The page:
On Language: On the Diversity of Human Language Construction and its Influence on the Mental Development of the Human Species
David Bourget (Western Ontario)
David Chalmers (ANU, NYU)
Rafael De Clercq
Jack Alan Reynolds
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Cambridge University Press (1999)
Wilhelm von Humboldt's classic study of human language was first published in 1836, as a general introduction to his three-volume treatise on the Kawi language of Java. It is the final statement of his lifelong study of the nature of language, exploring its universal structures and its relation to mind and culture. Empirically wide-ranging - Humboldt goes far beyond the Indo-European family of languages - it remains one of the most interesting and important attempts to draw philosophical conclusions from comparative linguistics. This volume presents a translation by Peter Heath, together with an introduction by Michael Losonsky that places Humboldt's work in its historical context and discusses its relevance to contemporary work in philosophy, linguistics, cognitive science, and psychology.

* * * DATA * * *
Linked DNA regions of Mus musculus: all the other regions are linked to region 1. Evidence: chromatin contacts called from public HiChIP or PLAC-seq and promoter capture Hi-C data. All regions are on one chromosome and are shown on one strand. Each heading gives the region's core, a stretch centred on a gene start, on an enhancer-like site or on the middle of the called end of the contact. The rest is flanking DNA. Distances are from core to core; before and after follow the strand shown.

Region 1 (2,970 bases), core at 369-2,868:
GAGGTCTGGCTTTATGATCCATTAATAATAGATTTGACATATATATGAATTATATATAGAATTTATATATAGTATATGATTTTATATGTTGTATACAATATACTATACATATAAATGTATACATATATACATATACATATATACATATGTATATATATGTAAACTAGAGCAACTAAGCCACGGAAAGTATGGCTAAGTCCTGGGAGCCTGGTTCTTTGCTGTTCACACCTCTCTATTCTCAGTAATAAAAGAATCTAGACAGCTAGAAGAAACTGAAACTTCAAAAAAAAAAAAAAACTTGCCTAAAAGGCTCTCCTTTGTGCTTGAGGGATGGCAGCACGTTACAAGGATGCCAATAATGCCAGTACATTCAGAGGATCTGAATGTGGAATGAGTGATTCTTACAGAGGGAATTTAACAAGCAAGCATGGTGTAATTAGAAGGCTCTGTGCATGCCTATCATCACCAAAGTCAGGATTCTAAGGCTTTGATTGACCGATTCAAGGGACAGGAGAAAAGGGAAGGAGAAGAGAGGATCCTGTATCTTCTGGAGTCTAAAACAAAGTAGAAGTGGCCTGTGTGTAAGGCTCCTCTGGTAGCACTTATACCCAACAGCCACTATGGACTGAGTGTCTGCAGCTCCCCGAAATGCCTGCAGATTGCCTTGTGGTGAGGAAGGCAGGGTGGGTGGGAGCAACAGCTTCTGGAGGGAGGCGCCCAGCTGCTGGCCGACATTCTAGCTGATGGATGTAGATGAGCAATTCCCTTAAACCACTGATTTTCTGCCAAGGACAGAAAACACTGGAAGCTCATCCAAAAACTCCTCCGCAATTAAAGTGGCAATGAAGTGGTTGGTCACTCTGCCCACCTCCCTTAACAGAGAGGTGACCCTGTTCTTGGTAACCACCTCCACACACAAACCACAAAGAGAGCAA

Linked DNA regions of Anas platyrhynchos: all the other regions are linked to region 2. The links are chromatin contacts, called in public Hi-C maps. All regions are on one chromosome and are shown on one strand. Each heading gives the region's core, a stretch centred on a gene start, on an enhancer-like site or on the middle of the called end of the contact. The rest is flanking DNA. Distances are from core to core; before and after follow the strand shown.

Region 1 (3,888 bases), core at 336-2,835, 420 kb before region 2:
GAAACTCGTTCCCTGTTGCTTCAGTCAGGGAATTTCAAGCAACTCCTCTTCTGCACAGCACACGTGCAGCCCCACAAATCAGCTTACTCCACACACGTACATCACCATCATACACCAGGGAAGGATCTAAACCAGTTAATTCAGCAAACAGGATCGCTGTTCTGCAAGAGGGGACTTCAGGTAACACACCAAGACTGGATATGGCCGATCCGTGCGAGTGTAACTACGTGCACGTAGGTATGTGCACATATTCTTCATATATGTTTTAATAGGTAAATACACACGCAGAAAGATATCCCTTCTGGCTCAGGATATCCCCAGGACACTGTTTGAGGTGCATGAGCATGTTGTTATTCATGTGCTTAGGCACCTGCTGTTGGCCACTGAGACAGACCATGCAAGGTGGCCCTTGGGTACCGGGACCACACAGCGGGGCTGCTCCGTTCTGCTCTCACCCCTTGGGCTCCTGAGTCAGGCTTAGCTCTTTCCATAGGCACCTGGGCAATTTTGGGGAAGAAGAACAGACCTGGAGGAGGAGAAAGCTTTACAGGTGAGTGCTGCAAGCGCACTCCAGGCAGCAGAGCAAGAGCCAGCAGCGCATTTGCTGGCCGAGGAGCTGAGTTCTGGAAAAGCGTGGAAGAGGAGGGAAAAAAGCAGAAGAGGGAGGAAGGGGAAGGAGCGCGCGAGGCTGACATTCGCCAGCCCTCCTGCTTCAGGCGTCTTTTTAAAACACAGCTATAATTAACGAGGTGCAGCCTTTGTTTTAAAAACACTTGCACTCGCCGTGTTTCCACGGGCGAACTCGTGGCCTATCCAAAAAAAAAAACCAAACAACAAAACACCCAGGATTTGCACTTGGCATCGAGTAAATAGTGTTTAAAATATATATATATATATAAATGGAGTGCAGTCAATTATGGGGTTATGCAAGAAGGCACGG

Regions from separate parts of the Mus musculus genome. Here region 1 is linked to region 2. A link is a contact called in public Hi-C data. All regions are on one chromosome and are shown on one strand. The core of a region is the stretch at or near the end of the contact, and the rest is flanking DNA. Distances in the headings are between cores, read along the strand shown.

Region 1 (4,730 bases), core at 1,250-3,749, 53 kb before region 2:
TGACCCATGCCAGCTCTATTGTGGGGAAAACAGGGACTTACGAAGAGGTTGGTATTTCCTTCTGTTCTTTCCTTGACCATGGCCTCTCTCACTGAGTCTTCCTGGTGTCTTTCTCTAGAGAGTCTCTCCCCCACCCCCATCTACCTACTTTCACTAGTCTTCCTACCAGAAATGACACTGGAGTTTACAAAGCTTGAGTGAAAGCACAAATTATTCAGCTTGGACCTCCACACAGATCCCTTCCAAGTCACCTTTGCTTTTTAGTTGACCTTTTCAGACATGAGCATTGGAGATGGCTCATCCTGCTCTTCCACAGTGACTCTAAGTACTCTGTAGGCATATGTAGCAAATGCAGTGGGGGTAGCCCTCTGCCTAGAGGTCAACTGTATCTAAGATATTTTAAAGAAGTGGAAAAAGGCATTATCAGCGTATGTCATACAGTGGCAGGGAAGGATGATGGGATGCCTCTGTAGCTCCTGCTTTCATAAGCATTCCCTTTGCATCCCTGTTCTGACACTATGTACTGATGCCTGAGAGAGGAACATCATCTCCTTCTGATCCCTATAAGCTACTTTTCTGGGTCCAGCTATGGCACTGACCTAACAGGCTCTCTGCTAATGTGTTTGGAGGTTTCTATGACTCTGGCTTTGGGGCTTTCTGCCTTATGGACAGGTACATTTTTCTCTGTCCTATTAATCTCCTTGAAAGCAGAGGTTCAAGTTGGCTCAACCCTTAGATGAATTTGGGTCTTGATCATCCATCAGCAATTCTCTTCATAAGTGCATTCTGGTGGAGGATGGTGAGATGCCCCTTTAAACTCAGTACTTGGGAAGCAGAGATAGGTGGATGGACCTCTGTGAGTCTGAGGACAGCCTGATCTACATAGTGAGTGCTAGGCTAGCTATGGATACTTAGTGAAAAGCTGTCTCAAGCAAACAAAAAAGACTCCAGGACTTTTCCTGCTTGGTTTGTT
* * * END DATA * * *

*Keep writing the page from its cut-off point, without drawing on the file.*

|Keywords||Language and languages Philosophy|
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|Call number||P103.H813 1999|
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Rita Watson (2013). Archaic Lists, Writing and Mind. Pragmatics and Cognition 21 (3):484-504.
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